What is the place of 1997’s Contact in the public consciousness? I’ve never been able to get a solid lock on it. It wasn’t one of the 90s movies that permanently took up residence on basic cable, but it’s a common enough experience that people can make jokes about it. (Go search on Twitter for “they should have sent a poet” if you don’t believe me.)
The entire film is in the shadow of Carl Sagan: it is an adaptation of his 1985 novel, which itself was essentially the novelized form of a 100-page film treatment he and his wife tried and failed to get made in the late 70s. What we end up with, then, in Contact is a 70s conception of science and religion that was released just years away from the 21st century.
The figures who have attempted to set themselves up as the “heirs” of Sagan — Neil deGrasse Tyson is the major name, having made his own version of Cosmos, but any number of popular-level scientists, usually with somewhat dubious credentials, have tried to position themselves in his wake — are often so insufferable and odious that it’s hard to remember Sagan’s actually very human project. One can’t imagine a New Atheist version of this story.
They would, of course, have no trouble with Jodie Foster’s fiercely atheist logical fact-based Occam’s razor-referencing protagonist for most of the movie. And Matthew McConaughey’s vaguely Christian “spiritual advisor” could stay mostly intact, if only because many would see him as so obviously wrong today.
But it’s Contact‘s famous final sequence, in which Foster finally does travel to the alien planet trying to contact Earth — but in a way that makes it seem as if she hadn’t, leading James Wood’s conspiracy-minded bureaucrat to accuse her of fabricating it — that the film takes a surprising position, one which would not sit well with the modern pop science world.
Foster admits that there is no evidence she traveled to a foreign planet, but, borrowing language from McConaughey’s earlier description of his religious experience, she stands by her experience. It’s a wonderful scene, and if I were ever teaching a class on Hume’s argument against miracles, it would be exactly the scene to use.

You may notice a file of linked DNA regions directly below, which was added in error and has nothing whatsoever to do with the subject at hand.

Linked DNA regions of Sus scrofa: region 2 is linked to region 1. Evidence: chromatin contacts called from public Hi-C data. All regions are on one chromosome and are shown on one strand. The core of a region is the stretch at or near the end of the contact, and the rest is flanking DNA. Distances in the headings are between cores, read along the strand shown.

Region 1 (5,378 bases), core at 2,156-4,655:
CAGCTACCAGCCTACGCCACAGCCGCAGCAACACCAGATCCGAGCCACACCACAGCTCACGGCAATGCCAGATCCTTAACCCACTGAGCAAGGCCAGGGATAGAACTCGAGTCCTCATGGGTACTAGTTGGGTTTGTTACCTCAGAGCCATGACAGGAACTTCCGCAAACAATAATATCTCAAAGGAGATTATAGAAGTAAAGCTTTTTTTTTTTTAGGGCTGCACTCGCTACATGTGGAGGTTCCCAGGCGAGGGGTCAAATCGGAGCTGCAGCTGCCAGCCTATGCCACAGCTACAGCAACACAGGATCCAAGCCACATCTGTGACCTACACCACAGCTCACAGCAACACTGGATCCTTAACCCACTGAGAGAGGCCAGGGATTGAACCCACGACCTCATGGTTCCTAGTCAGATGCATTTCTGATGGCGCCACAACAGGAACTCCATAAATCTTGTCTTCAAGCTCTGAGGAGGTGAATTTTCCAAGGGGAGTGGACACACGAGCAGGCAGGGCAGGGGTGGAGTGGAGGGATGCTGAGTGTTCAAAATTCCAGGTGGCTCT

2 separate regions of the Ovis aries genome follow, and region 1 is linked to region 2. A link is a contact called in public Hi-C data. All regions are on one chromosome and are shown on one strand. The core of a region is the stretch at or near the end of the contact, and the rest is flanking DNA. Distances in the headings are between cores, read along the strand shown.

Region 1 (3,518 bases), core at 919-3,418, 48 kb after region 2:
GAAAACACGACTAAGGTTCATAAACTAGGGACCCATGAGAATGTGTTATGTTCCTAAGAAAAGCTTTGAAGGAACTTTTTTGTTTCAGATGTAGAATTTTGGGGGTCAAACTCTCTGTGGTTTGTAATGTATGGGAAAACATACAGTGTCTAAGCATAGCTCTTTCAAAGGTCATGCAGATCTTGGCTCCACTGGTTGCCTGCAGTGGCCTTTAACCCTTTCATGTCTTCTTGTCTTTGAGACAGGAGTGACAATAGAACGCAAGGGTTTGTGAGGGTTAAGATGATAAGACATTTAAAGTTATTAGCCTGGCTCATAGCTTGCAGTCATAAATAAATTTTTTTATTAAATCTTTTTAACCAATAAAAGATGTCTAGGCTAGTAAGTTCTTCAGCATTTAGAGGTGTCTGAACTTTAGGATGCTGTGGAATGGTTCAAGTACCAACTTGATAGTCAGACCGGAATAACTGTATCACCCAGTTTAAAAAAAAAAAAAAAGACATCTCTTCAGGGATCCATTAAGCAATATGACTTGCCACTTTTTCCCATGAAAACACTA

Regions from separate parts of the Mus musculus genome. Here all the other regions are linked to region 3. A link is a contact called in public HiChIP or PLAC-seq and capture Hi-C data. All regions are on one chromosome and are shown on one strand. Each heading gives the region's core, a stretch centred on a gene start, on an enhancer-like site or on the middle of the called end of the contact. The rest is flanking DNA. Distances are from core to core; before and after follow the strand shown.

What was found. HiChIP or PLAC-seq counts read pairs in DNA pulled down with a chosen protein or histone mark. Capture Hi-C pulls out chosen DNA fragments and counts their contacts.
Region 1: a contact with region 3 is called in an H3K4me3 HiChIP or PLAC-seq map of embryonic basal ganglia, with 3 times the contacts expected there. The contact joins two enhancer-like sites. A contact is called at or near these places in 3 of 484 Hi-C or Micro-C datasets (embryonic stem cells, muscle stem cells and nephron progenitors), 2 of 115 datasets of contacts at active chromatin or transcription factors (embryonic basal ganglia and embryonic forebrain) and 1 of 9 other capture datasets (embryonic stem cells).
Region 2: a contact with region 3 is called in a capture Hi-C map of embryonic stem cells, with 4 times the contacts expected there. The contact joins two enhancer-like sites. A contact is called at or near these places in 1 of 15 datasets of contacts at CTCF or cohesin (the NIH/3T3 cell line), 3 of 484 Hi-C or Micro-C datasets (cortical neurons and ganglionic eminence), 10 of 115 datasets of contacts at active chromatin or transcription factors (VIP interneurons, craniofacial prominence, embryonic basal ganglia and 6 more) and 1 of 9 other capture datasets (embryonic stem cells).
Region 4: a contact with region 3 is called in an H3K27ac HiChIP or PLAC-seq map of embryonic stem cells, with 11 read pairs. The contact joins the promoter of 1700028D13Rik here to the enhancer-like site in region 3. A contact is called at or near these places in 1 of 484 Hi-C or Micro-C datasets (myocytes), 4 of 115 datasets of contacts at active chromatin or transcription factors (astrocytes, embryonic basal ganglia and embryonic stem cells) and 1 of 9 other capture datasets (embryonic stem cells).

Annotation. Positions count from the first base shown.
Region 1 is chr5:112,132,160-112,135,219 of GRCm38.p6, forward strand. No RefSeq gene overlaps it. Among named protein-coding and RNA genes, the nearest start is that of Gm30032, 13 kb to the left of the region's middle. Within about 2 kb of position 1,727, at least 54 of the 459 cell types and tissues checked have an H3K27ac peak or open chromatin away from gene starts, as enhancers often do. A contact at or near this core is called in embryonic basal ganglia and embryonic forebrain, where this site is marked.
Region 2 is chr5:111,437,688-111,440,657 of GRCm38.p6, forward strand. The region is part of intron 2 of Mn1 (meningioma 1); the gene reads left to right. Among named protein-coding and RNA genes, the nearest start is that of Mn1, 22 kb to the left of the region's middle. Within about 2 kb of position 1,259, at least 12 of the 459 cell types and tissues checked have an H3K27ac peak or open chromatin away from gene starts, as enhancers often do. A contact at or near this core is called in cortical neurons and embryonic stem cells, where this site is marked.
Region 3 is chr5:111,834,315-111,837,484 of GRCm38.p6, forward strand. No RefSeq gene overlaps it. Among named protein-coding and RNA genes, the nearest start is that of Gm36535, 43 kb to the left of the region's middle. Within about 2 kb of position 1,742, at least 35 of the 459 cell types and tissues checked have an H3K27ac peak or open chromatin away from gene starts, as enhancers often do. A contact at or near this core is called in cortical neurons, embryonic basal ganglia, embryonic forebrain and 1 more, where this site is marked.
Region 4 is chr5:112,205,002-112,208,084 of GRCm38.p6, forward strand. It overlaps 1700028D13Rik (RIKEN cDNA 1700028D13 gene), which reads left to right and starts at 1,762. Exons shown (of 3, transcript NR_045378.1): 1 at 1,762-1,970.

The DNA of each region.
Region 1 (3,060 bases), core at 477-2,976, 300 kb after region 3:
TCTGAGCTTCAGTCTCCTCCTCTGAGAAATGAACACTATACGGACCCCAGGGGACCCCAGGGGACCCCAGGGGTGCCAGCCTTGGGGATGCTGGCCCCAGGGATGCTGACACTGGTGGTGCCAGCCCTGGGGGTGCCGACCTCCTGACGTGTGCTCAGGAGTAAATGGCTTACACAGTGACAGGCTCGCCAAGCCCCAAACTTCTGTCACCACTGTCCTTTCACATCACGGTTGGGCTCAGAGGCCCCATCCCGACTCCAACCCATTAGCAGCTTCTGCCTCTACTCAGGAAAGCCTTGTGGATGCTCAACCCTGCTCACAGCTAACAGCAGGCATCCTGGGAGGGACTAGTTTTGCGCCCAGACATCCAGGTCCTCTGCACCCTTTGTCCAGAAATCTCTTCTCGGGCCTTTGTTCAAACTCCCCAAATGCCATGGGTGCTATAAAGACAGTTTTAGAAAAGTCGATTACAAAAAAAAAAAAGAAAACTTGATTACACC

But it bears some further thought. For the entirety of Contact, Foster has been the figure of what we would now call “scientism,” an absolute belief in testable, verifiable hypotheses. In other words, she basically stands in for every goofball on YouTube who rants about “evidence” and “proof” in an incredibly vague way, as if they were independent forces on their own.
But in the final moments of the film she is admitting that everyone’s experience is different — and that science should not reject or ignore personal experience. It would be a remarkable argument.
And yet, they can’t stick with it. Slipped in between the climactic scene and the final credits is one last conversation between Woods and a minor assistant. (Woods, by the way, may have been hit on the head during filming and may have been stuck in this persona ever since.) It is revealed that while the camera did only record static during Foster’s visit, it “recorded 17 hours of static”, a fact that the government is hushing up.
In other words: Foster is right, and there is objective, falsifiable proof backing her up. (Why, by the way, 17 hours? It was established earlier that it would take half a century to travel to the planet and back, and that Foster was essentially giving up on Earth by traveling; if it took any time at all, why would it take 17 hours? The way this makes mincemeat of the logic of the dilemma points to the fact that this scene is somehow psychologically necessary for the creators.)
So the film tries to take a perspectivist approach — that we are ultimately locked only in our particular perspectives and experiences — while also judging one side objectively correct. What else could better encapsulate the cult of science we see in 2018 — or, for that matter, the evangelical Christian cult in 2018? The idea that we are both living in a world fractured into an infinity of perspectives, but also that some are objectively right, is the motivating factor behind the bludgeoning and aggressive techniques of both sides of the science/religion debate.
It’s what a psychoanalyst would call the hysterical objection: it’s impossible, and it’s wrong. It’s impossible to understand anyone else’s experience, and it’s wrong to do so because they’re wrong anyway.
Contact is a remarkable movie (at the very least, it’s the only Zemeckis movie post-Death Becomes Her I can sit through). It may be a last hurrah of sorts for a century in which it was fitfully believed that science and religion could say anything to each other. But in its final moments, it points to the future.